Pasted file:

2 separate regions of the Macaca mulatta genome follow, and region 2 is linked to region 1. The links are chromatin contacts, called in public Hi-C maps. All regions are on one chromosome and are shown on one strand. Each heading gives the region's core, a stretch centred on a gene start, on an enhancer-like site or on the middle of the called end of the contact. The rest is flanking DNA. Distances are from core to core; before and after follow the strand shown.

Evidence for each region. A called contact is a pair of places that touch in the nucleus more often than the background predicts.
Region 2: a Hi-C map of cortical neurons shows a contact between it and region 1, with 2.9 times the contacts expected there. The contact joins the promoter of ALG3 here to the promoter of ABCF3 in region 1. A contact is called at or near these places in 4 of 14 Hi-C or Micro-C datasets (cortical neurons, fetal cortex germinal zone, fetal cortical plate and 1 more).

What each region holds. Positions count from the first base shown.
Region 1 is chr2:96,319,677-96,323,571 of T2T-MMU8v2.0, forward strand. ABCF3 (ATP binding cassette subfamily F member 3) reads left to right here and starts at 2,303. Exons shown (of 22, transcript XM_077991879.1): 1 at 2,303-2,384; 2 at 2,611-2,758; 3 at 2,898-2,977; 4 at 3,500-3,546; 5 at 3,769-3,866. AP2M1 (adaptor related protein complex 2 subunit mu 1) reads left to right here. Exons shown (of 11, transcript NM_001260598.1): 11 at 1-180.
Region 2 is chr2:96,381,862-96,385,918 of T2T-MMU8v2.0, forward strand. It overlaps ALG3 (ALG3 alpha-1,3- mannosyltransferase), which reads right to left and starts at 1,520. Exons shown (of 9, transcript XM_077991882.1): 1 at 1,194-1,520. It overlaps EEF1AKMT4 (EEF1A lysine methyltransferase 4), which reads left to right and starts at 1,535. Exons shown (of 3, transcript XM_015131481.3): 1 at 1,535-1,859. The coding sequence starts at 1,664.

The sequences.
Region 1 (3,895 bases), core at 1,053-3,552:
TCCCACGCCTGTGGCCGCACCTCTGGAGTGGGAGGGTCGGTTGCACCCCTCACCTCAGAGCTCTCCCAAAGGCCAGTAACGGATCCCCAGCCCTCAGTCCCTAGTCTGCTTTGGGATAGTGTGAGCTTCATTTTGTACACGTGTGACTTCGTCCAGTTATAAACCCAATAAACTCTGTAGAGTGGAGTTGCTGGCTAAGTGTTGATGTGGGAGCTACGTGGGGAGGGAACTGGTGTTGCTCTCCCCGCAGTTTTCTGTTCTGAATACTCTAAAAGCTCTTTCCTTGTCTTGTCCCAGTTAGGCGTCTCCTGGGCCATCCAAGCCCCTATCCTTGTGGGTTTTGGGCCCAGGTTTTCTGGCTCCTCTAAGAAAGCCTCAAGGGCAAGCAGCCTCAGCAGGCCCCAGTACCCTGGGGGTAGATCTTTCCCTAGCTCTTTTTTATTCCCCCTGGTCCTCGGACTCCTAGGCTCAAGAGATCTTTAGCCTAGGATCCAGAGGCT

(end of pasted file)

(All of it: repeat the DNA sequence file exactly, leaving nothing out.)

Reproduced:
2 separate regions of the Macaca mulatta genome follow, and region 2 is linked to region 1. The links are chromatin contacts, called in public Hi-C maps. All regions are on one chromosome and are shown on one strand. Each heading gives the region's core, a stretch centred on a gene start, on an enhancer-like site or on the middle of the called end of the contact. The rest is flanking DNA. Distances are from core to core; before and after follow the strand shown.

Evidence for each region. A called contact is a pair of places that touch in the nucleus more often than the background predicts.
Region 2: a Hi-C map of cortical neurons shows a contact between it and region 1, with 2.9 times the contacts expected there. The contact joins the promoter of ALG3 here to the promoter of ABCF3 in region 1. A contact is called at or near these places in 4 of 14 Hi-C or Micro-C datasets (cortical neurons, fetal cortex germinal zone, fetal cortical plate and 1 more).

What each region holds. Positions count from the first base shown.
Region 1 is chr2:96,319,677-96,323,571 of T2T-MMU8v2.0, forward strand. ABCF3 (ATP binding cassette subfamily F member 3) reads left to right here and starts at 2,303. Exons shown (of 22, transcript XM_077991879.1): 1 at 2,303-2,384; 2 at 2,611-2,758; 3 at 2,898-2,977; 4 at 3,500-3,546; 5 at 3,769-3,866. AP2M1 (adaptor related protein complex 2 subunit mu 1) reads left to right here. Exons shown (of 11, transcript NM_001260598.1): 11 at 1-180.
Region 2 is chr2:96,381,862-96,385,918 of T2T-MMU8v2.0, forward strand. It overlaps ALG3 (ALG3 alpha-1,3- mannosyltransferase), which reads right to left and starts at 1,520. Exons shown (of 9, transcript XM_077991882.1): 1 at 1,194-1,520. It overlaps EEF1AKMT4 (EEF1A lysine methyltransferase 4), which reads left to right and starts at 1,535. Exons shown (of 3, transcript XM_015131481.3): 1 at 1,535-1,859. The coding sequence starts at 1,664.

The sequences.
Region 1 (3,895 bases), core at 1,053-3,552:
TCCCACGCCTGTGGCCGCACCTCTGGAGTGGGAGGGTCGGTTGCACCCCTCACCTCAGAGCTCTCCCAAAGGCCAGTAACGGATCCCCAGCCCTCAGTCCCTAGTCTGCTTTGGGATAGTGTGAGCTTCATTTTGTACACGTGTGACTTCGTCCAGTTATAAACCCAATAAACTCTGTAGAGTGGAGTTGCTGGCTAAGTGTTGATGTGGGAGCTACGTGGGGAGGGAACTGGTGTTGCTCTCCCCGCAGTTTTCTGTTCTGAATACTCTAAAAGCTCTTTCCTTGTCTTGTCCCAGTTAGGCGTCTCCTGGGCCATCCAAGCCCCTATCCTTGTGGGTTTTGGGCCCAGGTTTTCTGGCTCCTCTAAGAAAGCCTCAAGGGCAAGCAGCCTCAGCAGGCCCCAGTACCCTGGGGGTAGATCTTTCCCTAGCTCTTTTTTATTCCCCCTGGTCCTCGGACTCCTAGGCTCAAGAGATCTTTAGCCTAGGATCCAGAGGCT